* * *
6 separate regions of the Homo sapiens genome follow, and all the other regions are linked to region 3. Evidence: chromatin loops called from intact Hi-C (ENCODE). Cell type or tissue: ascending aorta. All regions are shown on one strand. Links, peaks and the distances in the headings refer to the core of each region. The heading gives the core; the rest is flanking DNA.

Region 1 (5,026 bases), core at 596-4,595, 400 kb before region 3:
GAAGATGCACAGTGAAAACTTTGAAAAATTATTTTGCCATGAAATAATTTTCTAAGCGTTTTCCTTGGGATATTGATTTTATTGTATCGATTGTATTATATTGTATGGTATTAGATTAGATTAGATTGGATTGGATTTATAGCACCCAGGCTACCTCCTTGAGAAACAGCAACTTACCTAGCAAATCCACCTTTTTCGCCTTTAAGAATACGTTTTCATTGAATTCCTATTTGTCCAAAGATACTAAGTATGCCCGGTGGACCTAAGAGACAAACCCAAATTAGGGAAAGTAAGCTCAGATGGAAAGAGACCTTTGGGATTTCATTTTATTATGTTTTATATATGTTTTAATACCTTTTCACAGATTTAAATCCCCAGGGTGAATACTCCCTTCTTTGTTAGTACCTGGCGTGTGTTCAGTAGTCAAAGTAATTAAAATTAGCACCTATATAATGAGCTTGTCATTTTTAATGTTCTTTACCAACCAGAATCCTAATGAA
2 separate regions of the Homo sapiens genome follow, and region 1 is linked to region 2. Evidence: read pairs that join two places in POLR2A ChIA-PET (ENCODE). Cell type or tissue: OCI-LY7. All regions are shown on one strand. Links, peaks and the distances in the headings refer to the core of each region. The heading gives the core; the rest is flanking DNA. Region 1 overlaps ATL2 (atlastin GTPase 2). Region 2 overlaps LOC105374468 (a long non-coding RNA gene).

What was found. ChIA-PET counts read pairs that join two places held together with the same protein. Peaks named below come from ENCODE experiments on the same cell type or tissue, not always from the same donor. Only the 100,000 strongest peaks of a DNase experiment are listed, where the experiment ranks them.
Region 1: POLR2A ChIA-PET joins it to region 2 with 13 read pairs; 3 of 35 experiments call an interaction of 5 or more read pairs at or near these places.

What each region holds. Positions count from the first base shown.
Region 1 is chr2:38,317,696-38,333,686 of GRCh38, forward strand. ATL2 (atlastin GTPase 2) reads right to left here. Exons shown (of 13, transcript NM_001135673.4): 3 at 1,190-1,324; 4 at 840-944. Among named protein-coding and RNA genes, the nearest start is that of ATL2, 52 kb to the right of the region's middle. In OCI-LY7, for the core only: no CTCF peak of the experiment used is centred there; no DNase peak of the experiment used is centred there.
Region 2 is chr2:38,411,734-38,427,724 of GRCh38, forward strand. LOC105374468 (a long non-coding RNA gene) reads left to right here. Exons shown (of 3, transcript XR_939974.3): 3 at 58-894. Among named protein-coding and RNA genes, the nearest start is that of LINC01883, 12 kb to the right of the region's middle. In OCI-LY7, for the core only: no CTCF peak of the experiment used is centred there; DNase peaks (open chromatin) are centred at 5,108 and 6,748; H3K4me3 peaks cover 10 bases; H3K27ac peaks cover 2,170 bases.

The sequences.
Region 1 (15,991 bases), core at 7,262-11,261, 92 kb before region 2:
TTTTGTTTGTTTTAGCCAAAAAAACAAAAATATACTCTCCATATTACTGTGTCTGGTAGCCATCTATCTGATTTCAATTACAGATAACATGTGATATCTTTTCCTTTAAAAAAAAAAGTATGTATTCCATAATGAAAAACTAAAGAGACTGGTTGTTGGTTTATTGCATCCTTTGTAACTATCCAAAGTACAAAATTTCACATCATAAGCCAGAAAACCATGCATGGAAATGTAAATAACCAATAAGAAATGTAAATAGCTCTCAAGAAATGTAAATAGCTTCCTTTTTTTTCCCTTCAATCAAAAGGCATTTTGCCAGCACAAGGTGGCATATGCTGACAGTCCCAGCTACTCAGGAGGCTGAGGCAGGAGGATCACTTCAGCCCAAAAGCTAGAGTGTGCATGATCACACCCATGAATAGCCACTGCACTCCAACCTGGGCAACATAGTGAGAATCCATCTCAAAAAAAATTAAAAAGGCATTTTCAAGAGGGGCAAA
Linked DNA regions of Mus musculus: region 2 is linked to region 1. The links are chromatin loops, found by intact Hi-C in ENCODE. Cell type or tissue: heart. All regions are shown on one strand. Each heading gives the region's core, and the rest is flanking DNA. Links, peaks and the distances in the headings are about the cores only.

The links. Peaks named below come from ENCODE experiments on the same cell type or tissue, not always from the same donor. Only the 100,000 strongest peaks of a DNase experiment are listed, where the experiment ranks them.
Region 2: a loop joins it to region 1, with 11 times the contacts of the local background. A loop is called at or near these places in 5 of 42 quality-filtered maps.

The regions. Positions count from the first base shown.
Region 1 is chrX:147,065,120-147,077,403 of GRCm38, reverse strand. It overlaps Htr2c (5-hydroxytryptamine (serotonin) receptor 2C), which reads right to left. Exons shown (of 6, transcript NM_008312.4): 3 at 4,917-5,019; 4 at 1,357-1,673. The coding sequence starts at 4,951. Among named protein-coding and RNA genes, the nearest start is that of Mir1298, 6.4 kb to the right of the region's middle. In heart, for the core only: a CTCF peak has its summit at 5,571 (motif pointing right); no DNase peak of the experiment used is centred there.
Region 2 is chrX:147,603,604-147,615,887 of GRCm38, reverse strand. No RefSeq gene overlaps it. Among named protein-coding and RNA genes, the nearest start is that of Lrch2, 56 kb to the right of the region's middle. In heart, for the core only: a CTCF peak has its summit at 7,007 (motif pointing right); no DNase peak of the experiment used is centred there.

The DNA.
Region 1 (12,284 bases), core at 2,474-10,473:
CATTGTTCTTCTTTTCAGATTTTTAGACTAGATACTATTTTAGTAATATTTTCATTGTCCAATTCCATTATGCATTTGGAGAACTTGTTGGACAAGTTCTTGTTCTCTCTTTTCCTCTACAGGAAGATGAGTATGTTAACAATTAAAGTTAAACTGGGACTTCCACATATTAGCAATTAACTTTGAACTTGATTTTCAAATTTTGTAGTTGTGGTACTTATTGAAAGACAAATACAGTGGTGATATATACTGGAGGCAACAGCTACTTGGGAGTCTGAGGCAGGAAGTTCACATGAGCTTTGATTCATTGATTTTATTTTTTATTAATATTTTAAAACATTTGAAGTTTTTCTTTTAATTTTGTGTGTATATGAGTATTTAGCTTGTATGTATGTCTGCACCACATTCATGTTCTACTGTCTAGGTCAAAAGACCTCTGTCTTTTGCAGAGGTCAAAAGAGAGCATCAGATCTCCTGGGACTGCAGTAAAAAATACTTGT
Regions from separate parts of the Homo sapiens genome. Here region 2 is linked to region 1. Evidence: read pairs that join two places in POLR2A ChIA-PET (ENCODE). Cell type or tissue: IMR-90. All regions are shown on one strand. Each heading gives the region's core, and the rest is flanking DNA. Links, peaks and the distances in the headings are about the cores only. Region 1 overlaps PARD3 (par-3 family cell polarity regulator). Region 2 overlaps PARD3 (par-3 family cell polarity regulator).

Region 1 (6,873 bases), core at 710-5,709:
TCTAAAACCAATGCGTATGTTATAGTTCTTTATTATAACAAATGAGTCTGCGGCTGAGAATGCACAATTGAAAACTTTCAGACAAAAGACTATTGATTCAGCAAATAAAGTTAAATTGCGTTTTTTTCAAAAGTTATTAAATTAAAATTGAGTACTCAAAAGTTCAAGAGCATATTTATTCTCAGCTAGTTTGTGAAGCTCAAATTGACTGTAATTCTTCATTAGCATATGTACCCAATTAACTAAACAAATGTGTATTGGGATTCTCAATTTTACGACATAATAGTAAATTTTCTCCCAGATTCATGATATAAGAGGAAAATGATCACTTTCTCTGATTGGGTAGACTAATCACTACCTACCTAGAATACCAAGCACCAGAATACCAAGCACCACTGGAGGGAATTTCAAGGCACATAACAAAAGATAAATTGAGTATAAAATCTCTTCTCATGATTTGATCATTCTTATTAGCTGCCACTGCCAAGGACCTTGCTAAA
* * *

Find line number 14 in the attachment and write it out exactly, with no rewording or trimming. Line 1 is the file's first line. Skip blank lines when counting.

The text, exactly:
The links. Peaks named below come from ENCODE experiments on the same cell type or tissue, not always from the same donor. Only the 100,000 strongest peaks of a DNase experiment are listed, where the experiment ranks them.